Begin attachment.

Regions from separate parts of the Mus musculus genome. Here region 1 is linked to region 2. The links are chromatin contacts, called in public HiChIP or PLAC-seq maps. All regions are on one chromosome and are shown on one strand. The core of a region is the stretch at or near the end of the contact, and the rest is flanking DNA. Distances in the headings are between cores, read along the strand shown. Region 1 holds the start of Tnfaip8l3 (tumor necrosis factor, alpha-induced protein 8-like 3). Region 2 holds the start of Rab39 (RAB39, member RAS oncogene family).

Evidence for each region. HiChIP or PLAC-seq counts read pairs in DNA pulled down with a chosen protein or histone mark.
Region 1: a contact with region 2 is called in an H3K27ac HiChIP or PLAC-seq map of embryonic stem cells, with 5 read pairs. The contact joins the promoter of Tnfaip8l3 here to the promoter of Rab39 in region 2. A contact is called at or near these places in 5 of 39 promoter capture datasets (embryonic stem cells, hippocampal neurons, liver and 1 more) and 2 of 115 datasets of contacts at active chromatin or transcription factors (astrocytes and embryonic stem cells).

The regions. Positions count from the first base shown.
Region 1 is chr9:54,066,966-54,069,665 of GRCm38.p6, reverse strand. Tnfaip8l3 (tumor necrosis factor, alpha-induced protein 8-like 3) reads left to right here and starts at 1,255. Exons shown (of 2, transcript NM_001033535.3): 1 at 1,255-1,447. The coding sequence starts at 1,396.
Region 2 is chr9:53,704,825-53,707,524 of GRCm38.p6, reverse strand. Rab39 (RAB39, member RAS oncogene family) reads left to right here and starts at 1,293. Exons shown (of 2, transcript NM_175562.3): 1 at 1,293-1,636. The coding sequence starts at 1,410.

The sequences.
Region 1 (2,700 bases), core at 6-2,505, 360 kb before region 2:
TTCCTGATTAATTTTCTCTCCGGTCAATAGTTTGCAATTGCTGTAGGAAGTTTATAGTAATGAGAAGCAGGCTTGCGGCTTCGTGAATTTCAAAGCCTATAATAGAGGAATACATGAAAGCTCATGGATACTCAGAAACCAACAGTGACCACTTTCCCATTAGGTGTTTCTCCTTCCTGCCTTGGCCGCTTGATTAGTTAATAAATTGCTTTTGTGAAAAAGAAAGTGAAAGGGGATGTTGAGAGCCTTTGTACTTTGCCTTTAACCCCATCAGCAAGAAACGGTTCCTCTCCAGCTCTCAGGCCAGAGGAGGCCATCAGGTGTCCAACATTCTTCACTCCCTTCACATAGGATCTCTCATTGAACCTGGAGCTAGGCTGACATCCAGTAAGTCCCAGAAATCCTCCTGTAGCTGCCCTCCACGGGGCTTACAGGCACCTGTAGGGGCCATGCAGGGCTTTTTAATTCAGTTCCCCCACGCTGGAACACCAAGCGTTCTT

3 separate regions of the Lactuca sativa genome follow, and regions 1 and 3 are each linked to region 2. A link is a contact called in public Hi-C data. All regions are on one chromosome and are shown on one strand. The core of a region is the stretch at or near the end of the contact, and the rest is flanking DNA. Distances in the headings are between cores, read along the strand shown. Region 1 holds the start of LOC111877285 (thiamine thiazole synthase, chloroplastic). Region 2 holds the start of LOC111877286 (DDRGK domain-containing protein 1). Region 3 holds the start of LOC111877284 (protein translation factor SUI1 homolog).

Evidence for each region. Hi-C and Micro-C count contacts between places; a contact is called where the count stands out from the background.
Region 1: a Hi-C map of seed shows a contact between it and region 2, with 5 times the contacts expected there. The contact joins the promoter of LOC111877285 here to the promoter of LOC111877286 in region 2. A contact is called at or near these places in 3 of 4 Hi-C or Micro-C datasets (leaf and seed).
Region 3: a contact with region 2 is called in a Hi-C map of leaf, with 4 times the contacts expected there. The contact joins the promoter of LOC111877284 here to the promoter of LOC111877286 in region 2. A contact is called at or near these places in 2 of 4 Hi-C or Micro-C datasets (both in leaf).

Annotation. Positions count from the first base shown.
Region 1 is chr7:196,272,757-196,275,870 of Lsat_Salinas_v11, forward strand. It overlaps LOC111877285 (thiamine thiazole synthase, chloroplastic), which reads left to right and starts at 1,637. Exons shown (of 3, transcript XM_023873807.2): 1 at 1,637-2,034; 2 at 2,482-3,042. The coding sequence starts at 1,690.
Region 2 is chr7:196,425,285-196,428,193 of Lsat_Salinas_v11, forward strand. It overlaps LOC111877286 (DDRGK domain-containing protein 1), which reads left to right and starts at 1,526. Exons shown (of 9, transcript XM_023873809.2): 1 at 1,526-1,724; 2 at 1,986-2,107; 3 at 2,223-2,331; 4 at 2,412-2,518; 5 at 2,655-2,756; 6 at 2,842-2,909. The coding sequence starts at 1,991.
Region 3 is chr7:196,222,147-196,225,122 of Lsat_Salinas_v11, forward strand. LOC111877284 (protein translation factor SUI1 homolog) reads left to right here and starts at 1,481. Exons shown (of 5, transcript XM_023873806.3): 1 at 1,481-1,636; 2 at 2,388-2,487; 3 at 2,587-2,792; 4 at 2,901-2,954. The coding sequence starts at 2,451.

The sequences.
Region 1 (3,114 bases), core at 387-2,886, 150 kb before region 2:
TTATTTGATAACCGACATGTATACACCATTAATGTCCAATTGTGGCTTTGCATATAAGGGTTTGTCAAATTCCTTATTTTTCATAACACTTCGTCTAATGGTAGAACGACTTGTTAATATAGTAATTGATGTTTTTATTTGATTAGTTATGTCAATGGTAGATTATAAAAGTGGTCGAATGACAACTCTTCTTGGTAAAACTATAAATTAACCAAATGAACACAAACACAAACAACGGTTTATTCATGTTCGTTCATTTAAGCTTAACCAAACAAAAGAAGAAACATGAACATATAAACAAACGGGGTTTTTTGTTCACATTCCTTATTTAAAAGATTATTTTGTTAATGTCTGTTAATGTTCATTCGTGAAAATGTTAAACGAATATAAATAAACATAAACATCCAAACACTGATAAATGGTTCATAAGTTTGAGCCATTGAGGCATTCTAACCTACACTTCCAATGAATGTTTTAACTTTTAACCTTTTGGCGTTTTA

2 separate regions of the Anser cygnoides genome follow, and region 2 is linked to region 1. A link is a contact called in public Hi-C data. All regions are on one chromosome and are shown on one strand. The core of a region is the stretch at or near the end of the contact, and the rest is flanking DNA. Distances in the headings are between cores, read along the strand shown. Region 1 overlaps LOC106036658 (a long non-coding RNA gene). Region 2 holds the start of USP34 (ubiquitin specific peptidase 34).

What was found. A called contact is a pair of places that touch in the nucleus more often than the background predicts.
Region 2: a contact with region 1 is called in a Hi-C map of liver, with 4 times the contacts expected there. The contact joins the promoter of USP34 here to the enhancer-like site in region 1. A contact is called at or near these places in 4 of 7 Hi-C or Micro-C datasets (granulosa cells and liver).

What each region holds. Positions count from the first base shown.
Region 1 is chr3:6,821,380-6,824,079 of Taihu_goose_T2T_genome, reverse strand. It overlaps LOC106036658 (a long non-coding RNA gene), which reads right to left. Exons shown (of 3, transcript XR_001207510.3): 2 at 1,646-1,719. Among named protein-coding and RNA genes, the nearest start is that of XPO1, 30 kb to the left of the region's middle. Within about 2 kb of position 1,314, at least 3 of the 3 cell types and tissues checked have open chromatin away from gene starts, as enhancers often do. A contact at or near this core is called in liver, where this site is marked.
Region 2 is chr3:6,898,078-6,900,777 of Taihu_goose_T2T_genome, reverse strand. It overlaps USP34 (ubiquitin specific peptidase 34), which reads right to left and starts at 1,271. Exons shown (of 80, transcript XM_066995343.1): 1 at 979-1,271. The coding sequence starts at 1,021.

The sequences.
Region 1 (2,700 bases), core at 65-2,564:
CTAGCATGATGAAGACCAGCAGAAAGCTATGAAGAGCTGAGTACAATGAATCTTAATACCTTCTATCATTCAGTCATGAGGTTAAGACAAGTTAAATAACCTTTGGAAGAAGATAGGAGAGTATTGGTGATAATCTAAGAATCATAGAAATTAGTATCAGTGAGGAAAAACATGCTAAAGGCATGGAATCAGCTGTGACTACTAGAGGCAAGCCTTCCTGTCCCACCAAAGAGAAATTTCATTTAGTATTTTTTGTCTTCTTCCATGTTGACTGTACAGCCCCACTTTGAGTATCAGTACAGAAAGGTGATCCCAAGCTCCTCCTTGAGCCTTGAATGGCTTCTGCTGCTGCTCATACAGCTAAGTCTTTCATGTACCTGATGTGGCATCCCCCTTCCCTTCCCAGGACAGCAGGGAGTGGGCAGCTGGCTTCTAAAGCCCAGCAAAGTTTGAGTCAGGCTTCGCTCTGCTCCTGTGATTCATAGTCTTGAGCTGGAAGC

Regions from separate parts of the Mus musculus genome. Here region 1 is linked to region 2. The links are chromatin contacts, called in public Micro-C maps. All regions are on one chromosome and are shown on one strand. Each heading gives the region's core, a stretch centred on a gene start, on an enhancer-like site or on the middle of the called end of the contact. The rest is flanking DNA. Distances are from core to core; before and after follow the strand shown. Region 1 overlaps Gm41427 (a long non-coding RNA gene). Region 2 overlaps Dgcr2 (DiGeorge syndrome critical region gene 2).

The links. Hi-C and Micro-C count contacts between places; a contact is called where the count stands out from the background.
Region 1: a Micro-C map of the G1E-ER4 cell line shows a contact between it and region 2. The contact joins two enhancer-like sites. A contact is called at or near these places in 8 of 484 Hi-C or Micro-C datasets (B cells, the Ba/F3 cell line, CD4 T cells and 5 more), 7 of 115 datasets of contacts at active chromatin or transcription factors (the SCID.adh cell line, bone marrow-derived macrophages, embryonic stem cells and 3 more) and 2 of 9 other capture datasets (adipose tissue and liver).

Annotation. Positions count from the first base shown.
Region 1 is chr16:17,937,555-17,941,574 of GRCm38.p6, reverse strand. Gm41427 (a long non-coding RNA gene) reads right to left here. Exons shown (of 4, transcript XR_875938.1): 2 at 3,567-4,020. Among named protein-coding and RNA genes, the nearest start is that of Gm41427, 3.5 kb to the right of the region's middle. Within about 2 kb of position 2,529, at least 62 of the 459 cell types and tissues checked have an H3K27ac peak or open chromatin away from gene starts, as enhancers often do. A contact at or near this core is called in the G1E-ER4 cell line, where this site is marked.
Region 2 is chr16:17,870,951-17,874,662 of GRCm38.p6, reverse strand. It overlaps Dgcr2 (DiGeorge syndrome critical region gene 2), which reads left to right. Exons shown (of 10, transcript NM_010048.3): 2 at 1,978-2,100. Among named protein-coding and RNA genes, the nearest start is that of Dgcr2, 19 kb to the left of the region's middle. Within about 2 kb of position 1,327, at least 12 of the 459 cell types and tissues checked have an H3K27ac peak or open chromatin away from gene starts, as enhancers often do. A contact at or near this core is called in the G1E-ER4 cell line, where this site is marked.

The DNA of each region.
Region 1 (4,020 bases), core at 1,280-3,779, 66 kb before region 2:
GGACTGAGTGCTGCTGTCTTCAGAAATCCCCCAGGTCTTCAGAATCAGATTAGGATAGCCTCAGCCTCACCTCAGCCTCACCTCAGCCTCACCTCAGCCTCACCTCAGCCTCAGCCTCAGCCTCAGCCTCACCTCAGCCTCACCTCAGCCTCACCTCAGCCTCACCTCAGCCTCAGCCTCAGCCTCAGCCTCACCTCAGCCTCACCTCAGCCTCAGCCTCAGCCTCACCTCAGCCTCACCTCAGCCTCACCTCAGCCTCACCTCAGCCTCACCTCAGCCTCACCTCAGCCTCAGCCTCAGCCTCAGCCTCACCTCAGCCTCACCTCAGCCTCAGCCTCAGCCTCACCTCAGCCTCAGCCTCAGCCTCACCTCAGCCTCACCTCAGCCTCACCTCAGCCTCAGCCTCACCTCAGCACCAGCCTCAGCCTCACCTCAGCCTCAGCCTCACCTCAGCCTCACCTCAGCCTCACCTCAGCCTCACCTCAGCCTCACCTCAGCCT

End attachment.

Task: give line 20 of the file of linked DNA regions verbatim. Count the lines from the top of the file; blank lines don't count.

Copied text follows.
TTATTTGATAACCGACATGTATACACCATTAATGTCCAATTGTGGCTTTGCATATAAGGGTTTGTCAAATTCCTTATTTTTCATAACACTTCGTCTAATGGTAGAACGACTTGTTAATATAGTAATTGATGTTTTTATTTGATTAGTTATGTCAATGGTAGATTATAAAAGTGGTCGAATGACAACTCTTCTTGGTAAAACTATAAATTAACCAAATGAACACAAACACAAACAACGGTTTATTCATGTTCGTTCATTTAAGCTTAACCAAACAAAAGAAGAAACATGAACATATAAACAAACGGGGTTTTTTGTTCACATTCCTTATTTAAAAGATTATTTTGTTAATGTCTGTTAATGTTCATTCGTGAAAATGTTAAACGAATATAAATAAACATAAACATCCAAACACTGATAAATGGTTCATAAGTTTGAGCCATTGAGGCATTCTAACCTACACTTCCAATGAATGTTTTAACTTTTAACCTTTTGGCGTTTTA